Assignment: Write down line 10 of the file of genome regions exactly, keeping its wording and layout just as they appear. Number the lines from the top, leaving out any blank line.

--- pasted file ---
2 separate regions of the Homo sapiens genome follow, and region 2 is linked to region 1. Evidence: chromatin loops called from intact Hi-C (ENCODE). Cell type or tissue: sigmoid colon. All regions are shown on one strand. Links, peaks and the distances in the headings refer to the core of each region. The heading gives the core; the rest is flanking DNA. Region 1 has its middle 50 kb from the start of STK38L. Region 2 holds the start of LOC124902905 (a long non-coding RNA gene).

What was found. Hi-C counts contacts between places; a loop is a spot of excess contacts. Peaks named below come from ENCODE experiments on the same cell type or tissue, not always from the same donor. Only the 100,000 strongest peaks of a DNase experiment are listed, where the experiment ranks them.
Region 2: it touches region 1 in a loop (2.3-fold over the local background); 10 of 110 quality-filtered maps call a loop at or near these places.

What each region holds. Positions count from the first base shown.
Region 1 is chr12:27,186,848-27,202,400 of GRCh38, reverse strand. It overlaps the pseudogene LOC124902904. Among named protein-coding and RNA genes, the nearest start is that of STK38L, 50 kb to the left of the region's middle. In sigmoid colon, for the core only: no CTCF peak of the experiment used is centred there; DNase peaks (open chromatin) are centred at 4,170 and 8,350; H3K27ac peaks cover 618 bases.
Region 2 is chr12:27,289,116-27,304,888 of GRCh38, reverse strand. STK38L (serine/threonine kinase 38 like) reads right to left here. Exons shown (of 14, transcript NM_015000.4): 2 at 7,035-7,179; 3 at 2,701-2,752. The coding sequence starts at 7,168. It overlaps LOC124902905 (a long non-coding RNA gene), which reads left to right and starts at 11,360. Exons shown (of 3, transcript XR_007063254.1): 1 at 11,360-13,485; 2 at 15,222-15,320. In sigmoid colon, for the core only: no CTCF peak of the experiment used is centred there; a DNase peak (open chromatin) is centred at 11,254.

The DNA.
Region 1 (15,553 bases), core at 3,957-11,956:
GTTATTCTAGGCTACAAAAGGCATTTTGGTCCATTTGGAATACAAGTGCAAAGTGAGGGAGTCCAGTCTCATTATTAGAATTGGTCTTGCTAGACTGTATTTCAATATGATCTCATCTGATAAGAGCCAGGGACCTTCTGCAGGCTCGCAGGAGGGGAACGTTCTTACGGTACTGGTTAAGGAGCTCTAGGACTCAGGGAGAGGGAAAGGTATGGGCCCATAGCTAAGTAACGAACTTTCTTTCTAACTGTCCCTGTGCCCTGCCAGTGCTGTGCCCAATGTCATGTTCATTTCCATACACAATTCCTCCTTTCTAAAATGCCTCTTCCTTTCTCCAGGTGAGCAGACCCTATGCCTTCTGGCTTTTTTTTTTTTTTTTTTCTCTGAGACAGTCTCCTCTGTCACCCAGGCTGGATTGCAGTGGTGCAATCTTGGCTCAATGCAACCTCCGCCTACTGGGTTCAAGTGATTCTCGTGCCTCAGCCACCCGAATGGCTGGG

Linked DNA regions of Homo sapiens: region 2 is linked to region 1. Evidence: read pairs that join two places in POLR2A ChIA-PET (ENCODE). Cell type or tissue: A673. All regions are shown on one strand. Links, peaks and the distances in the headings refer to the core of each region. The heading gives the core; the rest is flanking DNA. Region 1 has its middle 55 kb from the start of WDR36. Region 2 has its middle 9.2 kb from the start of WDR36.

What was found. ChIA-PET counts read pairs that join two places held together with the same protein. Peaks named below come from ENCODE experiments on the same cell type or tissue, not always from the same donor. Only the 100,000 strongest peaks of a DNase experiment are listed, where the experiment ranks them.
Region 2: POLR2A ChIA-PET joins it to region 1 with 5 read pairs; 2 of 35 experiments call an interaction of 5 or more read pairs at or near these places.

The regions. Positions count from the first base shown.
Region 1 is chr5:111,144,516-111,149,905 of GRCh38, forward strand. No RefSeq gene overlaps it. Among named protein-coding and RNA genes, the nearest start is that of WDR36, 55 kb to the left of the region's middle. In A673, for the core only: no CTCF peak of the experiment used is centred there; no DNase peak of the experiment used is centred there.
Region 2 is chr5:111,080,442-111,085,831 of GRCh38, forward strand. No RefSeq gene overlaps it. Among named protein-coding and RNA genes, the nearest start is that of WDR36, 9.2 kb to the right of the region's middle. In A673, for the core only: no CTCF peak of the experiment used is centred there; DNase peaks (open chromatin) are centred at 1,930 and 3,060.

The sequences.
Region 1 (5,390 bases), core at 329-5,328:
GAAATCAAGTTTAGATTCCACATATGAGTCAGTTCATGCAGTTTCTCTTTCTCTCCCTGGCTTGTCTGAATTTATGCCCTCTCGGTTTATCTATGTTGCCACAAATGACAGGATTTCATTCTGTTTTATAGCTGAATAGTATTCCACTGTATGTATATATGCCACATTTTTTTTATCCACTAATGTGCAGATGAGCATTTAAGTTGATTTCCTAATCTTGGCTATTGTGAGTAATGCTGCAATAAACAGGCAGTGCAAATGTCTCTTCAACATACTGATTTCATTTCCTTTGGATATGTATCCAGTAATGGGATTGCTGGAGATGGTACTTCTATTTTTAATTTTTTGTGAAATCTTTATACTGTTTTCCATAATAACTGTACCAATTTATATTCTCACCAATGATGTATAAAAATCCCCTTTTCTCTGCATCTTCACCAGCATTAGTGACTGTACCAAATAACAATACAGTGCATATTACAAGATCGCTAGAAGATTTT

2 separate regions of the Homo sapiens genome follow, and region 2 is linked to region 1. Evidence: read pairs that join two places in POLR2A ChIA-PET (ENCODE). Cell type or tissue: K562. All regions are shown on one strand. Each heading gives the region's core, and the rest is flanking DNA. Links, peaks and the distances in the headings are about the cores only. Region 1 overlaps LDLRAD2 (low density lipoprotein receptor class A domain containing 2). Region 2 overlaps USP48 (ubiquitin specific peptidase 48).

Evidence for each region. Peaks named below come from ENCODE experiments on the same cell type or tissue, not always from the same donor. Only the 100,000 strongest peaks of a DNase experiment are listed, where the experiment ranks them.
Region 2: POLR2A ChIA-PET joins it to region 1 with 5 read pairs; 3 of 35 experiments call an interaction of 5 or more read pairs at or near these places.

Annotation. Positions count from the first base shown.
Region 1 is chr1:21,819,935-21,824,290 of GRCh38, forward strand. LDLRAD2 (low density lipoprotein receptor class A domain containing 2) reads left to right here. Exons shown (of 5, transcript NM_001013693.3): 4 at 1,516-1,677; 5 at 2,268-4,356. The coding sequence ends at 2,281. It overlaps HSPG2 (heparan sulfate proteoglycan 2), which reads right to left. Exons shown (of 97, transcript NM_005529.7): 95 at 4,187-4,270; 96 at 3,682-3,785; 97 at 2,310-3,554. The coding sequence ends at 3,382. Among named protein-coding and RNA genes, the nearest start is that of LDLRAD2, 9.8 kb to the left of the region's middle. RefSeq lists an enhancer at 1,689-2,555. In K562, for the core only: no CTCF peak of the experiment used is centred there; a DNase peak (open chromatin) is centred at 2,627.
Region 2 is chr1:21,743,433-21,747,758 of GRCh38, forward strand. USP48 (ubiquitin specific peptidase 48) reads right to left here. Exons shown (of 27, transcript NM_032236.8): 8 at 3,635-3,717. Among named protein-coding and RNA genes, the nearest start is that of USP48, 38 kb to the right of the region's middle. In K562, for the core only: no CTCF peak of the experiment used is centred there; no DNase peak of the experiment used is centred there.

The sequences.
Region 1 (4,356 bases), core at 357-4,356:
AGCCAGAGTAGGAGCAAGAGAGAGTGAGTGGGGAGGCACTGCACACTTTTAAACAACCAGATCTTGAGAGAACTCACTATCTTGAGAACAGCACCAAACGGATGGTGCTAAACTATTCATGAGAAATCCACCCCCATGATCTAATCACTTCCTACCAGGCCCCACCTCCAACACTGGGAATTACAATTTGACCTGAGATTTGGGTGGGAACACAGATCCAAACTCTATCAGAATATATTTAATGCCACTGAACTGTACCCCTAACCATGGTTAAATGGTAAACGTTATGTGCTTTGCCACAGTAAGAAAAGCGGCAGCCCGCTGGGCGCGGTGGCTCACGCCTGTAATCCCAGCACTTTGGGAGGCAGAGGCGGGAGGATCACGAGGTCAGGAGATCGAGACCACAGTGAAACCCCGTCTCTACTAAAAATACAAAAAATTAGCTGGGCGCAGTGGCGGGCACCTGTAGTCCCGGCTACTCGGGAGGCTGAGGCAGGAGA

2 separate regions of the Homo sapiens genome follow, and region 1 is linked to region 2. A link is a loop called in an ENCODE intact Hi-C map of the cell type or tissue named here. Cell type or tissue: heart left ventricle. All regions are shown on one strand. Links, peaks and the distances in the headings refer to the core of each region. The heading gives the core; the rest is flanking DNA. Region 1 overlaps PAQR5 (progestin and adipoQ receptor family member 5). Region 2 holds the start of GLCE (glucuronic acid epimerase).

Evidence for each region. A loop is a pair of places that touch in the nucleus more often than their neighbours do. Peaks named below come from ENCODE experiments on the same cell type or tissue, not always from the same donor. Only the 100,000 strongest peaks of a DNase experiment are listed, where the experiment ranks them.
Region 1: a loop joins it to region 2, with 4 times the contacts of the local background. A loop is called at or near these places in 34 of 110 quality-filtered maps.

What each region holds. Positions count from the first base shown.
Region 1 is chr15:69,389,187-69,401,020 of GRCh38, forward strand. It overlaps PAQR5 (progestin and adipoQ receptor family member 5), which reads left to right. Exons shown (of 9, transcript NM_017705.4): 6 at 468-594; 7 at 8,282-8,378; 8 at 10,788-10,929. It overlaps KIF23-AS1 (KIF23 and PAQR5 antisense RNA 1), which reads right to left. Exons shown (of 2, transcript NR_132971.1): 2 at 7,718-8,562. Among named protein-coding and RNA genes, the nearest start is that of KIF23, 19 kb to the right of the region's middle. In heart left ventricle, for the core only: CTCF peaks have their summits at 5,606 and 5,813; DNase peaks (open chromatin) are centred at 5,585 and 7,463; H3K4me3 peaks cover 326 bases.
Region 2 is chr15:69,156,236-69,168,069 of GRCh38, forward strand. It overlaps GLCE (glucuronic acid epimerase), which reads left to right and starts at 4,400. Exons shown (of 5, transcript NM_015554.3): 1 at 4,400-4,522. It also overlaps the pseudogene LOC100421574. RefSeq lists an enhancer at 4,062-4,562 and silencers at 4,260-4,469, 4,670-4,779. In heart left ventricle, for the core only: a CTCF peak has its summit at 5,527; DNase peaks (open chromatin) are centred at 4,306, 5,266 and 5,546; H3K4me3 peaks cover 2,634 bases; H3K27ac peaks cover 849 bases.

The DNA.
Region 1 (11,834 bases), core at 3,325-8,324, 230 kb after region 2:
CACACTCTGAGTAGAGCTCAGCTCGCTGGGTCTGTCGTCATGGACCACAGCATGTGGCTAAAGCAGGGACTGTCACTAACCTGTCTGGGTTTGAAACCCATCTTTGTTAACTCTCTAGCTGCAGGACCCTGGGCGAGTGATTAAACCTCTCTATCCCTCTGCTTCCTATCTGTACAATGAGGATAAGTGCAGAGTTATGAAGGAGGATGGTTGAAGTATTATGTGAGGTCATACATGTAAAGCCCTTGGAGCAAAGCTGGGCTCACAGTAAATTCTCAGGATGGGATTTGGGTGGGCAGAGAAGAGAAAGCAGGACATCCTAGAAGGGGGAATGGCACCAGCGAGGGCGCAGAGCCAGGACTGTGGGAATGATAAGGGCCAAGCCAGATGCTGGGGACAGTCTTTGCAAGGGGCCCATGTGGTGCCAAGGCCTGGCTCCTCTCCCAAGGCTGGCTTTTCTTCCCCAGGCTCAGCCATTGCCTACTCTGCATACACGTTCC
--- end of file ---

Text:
Linked DNA regions of Homo sapiens: region 2 is linked to region 1. Evidence: read pairs that join two places in POLR2A ChIA-PET (ENCODE). Cell type or tissue: A673. All regions are shown on one strand. Links, peaks and the distances in the headings refer to the core of each region. The heading gives the core; the rest is flanking DNA. Region 1 has its middle 55 kb from the start of WDR36. Region 2 has its middle 9.2 kb from the start of WDR36.